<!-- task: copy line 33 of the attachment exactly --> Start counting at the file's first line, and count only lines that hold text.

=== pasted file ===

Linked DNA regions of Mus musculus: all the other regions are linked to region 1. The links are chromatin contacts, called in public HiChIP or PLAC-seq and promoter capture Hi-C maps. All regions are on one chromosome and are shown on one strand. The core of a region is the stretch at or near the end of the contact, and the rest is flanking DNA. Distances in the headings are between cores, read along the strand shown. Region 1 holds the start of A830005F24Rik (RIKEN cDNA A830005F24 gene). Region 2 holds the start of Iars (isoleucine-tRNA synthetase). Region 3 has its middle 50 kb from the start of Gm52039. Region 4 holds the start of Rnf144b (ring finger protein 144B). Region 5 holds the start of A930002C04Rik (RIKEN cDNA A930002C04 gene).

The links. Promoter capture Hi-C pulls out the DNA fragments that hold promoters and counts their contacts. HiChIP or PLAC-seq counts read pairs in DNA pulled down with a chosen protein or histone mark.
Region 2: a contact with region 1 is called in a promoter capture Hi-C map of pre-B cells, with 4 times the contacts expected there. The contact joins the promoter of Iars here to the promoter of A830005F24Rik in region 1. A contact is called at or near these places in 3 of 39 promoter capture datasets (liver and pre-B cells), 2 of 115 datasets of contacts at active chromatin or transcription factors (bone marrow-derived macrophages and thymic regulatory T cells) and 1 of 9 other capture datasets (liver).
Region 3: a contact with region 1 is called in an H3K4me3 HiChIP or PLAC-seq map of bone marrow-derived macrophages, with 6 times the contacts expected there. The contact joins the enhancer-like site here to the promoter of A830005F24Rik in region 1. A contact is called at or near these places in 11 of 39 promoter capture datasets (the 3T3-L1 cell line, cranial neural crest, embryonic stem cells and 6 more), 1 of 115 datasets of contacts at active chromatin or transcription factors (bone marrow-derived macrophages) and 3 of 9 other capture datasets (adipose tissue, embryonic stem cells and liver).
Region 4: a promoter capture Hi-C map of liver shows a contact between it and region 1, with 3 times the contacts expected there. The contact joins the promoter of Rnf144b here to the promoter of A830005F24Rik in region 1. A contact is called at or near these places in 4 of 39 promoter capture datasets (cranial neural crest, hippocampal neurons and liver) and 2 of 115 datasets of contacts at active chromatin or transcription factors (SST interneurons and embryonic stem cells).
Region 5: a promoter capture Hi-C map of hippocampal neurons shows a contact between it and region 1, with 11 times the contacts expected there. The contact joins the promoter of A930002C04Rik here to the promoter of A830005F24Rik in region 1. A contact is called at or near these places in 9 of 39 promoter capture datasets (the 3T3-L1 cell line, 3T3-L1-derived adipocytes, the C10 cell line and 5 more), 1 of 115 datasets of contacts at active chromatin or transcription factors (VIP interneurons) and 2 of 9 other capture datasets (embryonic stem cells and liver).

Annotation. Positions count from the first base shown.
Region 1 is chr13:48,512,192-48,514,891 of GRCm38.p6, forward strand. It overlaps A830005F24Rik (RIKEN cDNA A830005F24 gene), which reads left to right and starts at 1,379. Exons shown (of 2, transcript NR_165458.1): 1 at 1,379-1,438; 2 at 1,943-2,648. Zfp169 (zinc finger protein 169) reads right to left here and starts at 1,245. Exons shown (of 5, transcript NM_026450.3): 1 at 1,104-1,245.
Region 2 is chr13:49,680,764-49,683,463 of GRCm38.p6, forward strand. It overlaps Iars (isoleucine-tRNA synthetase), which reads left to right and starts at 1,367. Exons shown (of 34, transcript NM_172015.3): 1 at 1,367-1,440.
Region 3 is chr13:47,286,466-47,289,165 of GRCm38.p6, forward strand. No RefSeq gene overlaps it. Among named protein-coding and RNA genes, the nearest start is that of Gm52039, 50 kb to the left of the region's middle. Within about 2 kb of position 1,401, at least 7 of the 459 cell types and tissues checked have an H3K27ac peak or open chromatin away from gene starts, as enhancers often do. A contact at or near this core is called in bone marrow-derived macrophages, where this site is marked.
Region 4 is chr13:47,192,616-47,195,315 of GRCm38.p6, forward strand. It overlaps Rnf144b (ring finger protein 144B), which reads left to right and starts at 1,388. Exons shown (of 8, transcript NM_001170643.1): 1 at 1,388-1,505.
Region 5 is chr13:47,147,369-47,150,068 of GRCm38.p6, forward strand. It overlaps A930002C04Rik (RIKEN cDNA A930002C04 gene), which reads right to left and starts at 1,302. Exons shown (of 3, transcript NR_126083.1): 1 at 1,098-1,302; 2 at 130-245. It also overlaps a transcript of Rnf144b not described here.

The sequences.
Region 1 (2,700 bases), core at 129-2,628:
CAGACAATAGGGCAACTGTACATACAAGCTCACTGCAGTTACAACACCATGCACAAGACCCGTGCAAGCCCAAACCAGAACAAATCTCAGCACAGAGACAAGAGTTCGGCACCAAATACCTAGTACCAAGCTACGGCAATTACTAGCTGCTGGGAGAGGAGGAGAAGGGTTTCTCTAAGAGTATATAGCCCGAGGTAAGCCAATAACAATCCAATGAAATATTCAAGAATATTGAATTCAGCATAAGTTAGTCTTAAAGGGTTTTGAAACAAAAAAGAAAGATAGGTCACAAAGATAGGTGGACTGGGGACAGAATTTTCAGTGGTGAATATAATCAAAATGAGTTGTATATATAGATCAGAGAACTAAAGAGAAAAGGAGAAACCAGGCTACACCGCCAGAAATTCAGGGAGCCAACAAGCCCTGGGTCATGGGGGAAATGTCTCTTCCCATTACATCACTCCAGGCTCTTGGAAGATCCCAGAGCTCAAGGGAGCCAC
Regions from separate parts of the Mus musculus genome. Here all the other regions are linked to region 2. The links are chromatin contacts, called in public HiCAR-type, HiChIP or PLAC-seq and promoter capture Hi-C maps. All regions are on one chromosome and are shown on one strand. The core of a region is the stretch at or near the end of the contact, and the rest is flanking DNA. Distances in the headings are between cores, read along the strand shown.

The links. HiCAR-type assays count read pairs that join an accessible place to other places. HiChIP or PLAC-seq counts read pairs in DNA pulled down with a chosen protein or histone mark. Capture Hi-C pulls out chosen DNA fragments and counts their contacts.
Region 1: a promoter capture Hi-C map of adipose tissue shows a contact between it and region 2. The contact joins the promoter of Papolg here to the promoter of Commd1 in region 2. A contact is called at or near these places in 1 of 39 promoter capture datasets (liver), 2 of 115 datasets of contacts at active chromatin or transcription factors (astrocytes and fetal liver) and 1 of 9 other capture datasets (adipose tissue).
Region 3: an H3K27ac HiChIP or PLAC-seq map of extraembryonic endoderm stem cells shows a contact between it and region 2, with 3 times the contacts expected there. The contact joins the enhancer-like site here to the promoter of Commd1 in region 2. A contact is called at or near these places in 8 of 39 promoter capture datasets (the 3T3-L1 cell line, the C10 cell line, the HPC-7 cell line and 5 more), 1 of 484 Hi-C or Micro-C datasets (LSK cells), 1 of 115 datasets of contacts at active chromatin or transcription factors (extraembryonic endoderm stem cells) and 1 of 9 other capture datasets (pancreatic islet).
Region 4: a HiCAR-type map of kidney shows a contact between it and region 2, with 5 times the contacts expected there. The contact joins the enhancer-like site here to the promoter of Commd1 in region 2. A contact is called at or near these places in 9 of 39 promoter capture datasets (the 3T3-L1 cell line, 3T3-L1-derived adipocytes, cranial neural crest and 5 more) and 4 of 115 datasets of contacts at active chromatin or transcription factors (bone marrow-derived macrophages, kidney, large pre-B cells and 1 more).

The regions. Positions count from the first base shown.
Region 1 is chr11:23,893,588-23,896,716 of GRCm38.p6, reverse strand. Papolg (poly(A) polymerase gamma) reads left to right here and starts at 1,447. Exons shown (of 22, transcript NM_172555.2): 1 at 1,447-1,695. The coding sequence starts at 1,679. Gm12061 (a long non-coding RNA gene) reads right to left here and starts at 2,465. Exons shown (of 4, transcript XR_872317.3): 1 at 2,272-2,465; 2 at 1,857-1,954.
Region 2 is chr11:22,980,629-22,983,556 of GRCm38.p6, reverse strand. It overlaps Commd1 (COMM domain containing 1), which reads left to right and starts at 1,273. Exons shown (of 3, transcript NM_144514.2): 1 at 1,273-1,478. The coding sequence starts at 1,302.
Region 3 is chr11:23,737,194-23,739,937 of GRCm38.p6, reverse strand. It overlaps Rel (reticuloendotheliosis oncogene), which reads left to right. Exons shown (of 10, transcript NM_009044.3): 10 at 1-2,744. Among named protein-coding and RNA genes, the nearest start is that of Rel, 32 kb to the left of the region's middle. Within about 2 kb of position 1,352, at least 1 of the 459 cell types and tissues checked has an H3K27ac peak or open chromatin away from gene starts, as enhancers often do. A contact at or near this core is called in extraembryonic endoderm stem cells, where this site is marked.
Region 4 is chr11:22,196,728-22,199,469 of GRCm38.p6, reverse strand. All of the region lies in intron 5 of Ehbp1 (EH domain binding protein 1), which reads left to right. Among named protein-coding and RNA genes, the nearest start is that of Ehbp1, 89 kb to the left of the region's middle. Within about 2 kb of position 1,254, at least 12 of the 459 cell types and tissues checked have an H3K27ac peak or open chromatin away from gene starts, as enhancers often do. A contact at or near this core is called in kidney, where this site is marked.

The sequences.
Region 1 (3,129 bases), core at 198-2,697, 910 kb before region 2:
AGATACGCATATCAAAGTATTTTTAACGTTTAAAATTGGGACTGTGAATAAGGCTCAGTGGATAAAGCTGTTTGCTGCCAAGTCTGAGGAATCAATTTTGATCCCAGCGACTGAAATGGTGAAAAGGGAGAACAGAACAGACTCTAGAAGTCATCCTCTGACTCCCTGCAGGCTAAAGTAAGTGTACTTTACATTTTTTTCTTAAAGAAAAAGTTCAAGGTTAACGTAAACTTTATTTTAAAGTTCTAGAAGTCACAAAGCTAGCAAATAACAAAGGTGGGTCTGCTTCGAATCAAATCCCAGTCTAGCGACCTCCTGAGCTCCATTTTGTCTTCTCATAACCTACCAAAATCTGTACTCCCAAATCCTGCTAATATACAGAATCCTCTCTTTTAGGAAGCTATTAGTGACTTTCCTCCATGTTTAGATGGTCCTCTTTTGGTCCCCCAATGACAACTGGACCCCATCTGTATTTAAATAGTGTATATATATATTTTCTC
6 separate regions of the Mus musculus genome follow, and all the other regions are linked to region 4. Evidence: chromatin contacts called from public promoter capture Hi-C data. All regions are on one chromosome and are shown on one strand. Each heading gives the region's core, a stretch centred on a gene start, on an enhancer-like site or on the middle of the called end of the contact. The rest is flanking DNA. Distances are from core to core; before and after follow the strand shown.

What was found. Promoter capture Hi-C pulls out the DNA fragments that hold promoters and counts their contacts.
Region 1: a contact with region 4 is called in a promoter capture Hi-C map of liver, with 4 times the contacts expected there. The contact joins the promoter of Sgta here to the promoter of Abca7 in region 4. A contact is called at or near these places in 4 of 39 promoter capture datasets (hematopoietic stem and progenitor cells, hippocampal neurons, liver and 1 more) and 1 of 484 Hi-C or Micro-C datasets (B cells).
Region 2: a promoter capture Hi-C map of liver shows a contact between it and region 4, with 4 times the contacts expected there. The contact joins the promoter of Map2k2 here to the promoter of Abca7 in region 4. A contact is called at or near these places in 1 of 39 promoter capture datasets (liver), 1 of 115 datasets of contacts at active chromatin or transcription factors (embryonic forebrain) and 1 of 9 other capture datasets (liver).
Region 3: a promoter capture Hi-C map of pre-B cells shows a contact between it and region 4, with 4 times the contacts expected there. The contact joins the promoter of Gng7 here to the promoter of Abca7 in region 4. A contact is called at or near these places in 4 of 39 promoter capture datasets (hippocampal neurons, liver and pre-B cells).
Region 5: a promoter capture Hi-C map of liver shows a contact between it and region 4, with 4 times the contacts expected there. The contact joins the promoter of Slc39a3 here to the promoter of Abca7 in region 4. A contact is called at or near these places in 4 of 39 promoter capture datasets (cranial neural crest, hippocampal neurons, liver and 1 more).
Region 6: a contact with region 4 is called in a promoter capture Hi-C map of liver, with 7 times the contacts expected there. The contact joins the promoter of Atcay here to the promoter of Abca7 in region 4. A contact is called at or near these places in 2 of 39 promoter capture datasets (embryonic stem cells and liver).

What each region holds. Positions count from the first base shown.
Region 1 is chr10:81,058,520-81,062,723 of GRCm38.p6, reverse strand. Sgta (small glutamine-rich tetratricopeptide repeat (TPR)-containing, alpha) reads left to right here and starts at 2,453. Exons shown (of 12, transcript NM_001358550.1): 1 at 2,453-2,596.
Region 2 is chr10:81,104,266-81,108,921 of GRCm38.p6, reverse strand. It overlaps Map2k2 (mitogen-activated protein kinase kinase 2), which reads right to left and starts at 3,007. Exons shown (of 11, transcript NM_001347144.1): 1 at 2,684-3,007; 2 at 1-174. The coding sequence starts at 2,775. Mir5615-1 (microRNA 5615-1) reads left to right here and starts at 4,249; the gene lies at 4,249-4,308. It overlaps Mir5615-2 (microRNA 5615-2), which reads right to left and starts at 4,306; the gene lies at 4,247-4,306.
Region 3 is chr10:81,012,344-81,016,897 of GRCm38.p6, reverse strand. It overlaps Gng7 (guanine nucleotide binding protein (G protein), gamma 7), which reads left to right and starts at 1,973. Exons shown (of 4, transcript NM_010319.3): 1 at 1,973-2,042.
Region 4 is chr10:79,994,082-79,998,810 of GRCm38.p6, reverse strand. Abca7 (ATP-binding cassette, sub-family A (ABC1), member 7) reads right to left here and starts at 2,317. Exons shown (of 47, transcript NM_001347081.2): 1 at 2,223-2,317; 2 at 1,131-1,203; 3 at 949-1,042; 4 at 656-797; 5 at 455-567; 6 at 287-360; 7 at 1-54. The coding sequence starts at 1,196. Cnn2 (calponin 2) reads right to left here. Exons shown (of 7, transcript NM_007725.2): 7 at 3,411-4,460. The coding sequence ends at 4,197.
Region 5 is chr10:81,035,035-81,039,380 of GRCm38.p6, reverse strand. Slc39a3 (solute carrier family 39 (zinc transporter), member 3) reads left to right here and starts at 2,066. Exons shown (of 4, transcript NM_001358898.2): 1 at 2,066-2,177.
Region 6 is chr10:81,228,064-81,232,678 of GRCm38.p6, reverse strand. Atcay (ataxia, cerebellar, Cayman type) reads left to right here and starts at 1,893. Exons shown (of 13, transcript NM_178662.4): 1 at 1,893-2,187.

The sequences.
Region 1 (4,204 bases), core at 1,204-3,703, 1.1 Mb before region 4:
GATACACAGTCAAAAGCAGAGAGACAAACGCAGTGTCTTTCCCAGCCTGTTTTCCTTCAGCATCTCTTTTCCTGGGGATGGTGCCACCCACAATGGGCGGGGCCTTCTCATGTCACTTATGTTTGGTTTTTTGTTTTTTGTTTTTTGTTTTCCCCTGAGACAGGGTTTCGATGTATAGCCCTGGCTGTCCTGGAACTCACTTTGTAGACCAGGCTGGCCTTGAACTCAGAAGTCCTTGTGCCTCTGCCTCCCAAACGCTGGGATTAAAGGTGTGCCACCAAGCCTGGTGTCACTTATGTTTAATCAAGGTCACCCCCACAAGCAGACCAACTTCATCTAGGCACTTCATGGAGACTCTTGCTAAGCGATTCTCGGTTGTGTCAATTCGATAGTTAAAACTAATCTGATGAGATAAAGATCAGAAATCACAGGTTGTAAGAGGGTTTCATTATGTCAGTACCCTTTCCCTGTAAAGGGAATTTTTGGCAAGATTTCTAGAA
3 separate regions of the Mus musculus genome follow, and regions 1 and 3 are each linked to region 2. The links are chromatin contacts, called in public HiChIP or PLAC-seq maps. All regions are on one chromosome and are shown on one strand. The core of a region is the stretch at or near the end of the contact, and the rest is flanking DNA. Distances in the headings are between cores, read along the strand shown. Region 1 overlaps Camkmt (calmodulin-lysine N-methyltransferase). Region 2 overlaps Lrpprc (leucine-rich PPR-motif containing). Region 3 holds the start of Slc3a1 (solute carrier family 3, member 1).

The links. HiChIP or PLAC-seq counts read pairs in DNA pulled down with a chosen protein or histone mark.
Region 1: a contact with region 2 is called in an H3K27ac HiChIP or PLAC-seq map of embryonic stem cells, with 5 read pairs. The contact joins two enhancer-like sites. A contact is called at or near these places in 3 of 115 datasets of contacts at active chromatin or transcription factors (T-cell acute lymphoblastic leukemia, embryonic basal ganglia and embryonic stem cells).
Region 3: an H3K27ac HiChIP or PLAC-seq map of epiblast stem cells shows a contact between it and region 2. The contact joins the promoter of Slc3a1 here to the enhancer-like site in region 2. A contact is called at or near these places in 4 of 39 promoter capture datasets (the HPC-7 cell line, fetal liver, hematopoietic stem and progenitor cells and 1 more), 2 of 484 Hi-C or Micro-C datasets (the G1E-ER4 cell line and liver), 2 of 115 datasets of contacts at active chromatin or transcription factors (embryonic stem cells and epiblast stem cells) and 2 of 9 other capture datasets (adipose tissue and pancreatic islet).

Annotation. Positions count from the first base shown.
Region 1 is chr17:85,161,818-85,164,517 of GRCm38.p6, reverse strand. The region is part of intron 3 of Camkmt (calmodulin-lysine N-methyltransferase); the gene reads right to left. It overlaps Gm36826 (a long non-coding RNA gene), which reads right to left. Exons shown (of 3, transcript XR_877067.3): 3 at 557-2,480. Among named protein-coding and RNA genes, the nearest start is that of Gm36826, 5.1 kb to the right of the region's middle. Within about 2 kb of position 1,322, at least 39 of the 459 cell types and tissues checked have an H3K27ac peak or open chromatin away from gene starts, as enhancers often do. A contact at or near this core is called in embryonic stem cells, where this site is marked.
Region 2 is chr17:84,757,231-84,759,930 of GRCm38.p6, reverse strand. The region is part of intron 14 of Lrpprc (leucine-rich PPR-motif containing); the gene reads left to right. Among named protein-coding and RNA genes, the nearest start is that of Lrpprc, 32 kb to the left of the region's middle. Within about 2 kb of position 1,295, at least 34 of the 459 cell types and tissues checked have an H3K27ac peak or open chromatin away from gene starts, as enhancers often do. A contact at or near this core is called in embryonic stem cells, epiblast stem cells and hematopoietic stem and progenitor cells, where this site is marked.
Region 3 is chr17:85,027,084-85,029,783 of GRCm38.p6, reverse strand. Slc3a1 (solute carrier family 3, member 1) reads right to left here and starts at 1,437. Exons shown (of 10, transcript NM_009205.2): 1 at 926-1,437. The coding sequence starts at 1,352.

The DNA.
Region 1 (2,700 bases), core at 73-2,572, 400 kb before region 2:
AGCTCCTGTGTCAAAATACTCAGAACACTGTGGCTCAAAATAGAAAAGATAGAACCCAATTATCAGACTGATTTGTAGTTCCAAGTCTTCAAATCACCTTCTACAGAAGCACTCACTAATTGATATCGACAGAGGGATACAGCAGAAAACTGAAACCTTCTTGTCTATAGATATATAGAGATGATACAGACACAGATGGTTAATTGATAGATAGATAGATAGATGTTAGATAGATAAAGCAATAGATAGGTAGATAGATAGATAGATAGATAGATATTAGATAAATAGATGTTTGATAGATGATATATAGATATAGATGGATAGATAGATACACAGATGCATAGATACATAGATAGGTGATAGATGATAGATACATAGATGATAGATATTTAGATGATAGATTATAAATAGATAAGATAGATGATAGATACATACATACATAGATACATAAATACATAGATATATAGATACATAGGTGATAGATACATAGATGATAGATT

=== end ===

Region 3: a promoter capture Hi-C map of pre-B cells shows a contact between it and region 4, with 4 times the contacts expected there. The contact joins the promoter of Gng7 here to the promoter of Abca7 in region 4. A contact is called at or near these places in 4 of 39 promoter capture datasets (hippocampal neurons, liver and pre-B cells).